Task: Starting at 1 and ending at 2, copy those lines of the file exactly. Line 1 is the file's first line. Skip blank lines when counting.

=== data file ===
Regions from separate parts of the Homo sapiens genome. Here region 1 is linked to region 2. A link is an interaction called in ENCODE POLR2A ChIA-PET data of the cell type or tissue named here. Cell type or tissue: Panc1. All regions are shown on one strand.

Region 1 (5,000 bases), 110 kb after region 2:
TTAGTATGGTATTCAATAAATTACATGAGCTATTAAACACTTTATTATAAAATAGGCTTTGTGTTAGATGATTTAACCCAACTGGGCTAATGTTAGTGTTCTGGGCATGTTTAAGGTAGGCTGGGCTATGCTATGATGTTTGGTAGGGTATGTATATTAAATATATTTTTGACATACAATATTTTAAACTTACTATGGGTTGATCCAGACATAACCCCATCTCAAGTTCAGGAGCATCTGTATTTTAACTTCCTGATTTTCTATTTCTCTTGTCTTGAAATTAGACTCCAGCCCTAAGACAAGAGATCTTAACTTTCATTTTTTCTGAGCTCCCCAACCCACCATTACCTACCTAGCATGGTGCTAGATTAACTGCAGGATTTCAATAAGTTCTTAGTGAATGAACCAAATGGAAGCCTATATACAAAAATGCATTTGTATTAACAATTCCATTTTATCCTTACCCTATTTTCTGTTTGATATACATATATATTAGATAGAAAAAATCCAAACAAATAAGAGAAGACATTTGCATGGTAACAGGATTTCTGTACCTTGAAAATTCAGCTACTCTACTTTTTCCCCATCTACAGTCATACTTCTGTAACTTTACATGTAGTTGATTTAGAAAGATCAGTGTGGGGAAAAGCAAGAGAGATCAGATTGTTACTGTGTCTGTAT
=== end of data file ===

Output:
Regions from separate parts of the Homo sapiens genome. Here region 1 is linked to region 2. A link is an interaction called in ENCODE POLR2A ChIA-PET data of the cell type or tissue named here. Cell type or tissue: Panc1. All regions are shown on one strand.

Region 1 (5,000 bases), 110 kb after region 2: